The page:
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Oh, plz! What’s up with admins’ grammar? Take this quiz to test your skills

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in Admins,Career Management,Hiring,Human Resources,Leaders & Managers,Management Training,Office Communication,Office Management,Workplace Communication

An admin recently touched off a heated discussion on our Admin Pro Forum after she wrote:

“I’m a little concerned that either we’re not proofing our work prior to hitting the ‘Send’ button, or as a community we don’t have a very good handle on our grammar, punctuation and spelling. We are usually the ones responsible for proofing the work of others, so I’d like to know: Are we just not worrying about traditional standards these days?” — Kathy

Does it matter, for example, if we misspell words or use abbreviations in email messages? Opinions were mixed. Everyone, however, agreed that when you’re working on written correspondence or an important document, it has to be flawless.

Many employers today complain that their employees have poor written skills. But now you can improve their writing and yours with Business Writing that Gets Results

Can you spot the grammar and writing errors in the sentences below?

1. The final changes were made by our CEO, and the report was submitted by Helen on time.

2. We’re excited to announce this new innovation.

3. The marketing team is not hiring at the present time.

4.
She said the vendor’s pricing is too high, I’m not sure where she got that idea.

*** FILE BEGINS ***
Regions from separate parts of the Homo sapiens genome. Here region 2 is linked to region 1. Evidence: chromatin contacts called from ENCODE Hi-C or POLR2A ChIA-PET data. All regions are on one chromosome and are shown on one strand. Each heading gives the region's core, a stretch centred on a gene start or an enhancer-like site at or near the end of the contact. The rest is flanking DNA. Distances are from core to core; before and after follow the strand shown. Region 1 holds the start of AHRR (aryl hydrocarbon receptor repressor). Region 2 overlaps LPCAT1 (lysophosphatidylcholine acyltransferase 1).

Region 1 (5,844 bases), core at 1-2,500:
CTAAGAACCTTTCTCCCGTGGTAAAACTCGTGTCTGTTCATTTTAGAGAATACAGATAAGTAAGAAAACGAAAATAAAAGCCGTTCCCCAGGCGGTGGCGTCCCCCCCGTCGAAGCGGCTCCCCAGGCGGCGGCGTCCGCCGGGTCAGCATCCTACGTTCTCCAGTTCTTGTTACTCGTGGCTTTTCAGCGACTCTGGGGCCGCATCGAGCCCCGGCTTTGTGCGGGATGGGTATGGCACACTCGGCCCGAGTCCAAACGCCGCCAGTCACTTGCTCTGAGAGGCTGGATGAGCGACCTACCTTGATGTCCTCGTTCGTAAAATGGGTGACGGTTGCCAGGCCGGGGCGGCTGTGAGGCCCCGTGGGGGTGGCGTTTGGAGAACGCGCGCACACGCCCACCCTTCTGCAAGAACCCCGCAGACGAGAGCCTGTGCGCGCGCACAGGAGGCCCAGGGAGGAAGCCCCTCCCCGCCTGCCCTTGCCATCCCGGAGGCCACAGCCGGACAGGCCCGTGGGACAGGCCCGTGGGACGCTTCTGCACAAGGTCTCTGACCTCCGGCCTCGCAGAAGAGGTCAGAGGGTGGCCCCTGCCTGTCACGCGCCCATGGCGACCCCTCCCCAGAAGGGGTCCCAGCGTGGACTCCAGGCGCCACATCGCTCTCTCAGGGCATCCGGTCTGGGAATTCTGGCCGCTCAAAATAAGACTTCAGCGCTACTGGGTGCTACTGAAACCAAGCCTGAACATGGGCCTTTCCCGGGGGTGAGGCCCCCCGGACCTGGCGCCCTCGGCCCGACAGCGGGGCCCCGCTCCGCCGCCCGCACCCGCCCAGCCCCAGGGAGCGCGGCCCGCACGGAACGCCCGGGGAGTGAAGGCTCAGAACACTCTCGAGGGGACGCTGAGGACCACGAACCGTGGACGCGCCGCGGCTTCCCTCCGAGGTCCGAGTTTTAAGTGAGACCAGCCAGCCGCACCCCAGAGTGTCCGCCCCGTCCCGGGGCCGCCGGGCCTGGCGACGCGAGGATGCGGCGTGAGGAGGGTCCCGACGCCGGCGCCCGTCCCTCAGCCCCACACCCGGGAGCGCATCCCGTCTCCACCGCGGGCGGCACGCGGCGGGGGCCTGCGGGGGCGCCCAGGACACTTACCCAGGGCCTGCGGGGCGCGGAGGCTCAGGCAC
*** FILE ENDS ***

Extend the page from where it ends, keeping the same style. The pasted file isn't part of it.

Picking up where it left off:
5. Here’s three ways we could solve the scheduling problem.

In this 75-minute webinar, we’ll show you how to sharpen your writing skills and produce effective written communication that gets results. This is your hands-on road map for improving your writing and getting ahead. Register for Business Writing that Gets Results

Answers:

1.
Replace the passive “were made by” and “was submitted by” with the less-cumbersome active voice: “The CEO made the final changes, and Helen submitted the report on time.”

2. Redundant. An innovation is always new. Rewrite to “We’re excited to announce this innovation.”

3. Wordiness will tire your readers. Change “at the present time” to “now.”

4. This run-on sentence is two sentences separated by a comma split. Turn this sentence into two complete sentences.

5.
Subject and verb are not in agreement. Rewrite to “Here are three ways we could solve the scheduling problem.”

 

Sign up now for Business Writing that Gets Results and the first 50 registrants will receive a complimentary copy of 25 Egregious Grammar Errors — a quick-reading lists that clues you in on all the common written mistakes that make top bosses wince. Banish them from your emails and memos now! Register for the webinar now!

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